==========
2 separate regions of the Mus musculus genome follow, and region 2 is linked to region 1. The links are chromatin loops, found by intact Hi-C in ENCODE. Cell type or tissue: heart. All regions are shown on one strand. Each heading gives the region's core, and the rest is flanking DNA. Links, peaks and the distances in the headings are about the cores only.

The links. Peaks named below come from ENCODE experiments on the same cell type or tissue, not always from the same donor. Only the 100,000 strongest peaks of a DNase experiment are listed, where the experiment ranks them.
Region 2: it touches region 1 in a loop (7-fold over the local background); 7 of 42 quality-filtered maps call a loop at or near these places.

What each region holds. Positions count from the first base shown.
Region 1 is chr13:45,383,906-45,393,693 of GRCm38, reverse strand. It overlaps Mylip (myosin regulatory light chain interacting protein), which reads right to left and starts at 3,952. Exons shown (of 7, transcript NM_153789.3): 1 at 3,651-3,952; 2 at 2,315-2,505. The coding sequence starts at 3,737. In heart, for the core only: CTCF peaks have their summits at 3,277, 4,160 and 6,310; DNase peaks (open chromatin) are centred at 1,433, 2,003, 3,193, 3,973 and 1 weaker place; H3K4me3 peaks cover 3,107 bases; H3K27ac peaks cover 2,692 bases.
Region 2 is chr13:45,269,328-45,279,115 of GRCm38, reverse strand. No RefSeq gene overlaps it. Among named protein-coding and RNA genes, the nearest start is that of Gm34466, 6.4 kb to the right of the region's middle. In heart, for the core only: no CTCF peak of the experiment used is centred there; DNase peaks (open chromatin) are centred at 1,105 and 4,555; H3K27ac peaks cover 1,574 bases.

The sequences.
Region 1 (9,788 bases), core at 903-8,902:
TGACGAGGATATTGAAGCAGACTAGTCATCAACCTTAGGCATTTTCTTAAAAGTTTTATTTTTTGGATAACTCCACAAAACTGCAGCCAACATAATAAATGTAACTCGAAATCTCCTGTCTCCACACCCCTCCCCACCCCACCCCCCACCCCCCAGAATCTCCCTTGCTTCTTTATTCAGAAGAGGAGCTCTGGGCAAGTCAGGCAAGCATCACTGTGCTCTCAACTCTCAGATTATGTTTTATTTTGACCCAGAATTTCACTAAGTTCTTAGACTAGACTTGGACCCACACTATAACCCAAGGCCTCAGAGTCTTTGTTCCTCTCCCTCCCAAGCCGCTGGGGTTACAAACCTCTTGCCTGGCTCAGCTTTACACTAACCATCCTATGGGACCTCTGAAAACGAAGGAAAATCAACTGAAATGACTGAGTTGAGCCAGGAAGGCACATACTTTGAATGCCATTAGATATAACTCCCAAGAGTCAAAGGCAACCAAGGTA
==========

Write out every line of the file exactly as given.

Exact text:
2 separate regions of the Mus musculus genome follow, and region 2 is linked to region 1. The links are chromatin loops, found by intact Hi-C in ENCODE. Cell type or tissue: heart. All regions are shown on one strand. Each heading gives the region's core, and the rest is flanking DNA. Links, peaks and the distances in the headings are about the cores only.

The links. Peaks named below come from ENCODE experiments on the same cell type or tissue, not always from the same donor. Only the 100,000 strongest peaks of a DNase experiment are listed, where the experiment ranks them.
Region 2: it touches region 1 in a loop (7-fold over the local background); 7 of 42 quality-filtered maps call a loop at or near these places.

What each region holds. Positions count from the first base shown.
Region 1 is chr13:45,383,906-45,393,693 of GRCm38, reverse strand. It overlaps Mylip (myosin regulatory light chain interacting protein), which reads right to left and starts at 3,952. Exons shown (of 7, transcript NM_153789.3): 1 at 3,651-3,952; 2 at 2,315-2,505. The coding sequence starts at 3,737. In heart, for the core only: CTCF peaks have their summits at 3,277, 4,160 and 6,310; DNase peaks (open chromatin) are centred at 1,433, 2,003, 3,193, 3,973 and 1 weaker place; H3K4me3 peaks cover 3,107 bases; H3K27ac peaks cover 2,692 bases.
Region 2 is chr13:45,269,328-45,279,115 of GRCm38, reverse strand. No RefSeq gene overlaps it. Among named protein-coding and RNA genes, the nearest start is that of Gm34466, 6.4 kb to the right of the region's middle. In heart, for the core only: no CTCF peak of the experiment used is centred there; DNase peaks (open chromatin) are centred at 1,105 and 4,555; H3K27ac peaks cover 1,574 bases.

The sequences.
Region 1 (9,788 bases), core at 903-8,902:
TGACGAGGATATTGAAGCAGACTAGTCATCAACCTTAGGCATTTTCTTAAAAGTTTTATTTTTTGGATAACTCCACAAAACTGCAGCCAACATAATAAATGTAACTCGAAATCTCCTGTCTCCACACCCCTCCCCACCCCACCCCCCACCCCCCAGAATCTCCCTTGCTTCTTTATTCAGAAGAGGAGCTCTGGGCAAGTCAGGCAAGCATCACTGTGCTCTCAACTCTCAGATTATGTTTTATTTTGACCCAGAATTTCACTAAGTTCTTAGACTAGACTTGGACCCACACTATAACCCAAGGCCTCAGAGTCTTTGTTCCTCTCCCTCCCAAGCCGCTGGGGTTACAAACCTCTTGCCTGGCTCAGCTTTACACTAACCATCCTATGGGACCTCTGAAAACGAAGGAAAATCAACTGAAATGACTGAGTTGAGCCAGGAAGGCACATACTTTGAATGCCATTAGATATAACTCCCAAGAGTCAAAGGCAACCAAGGTA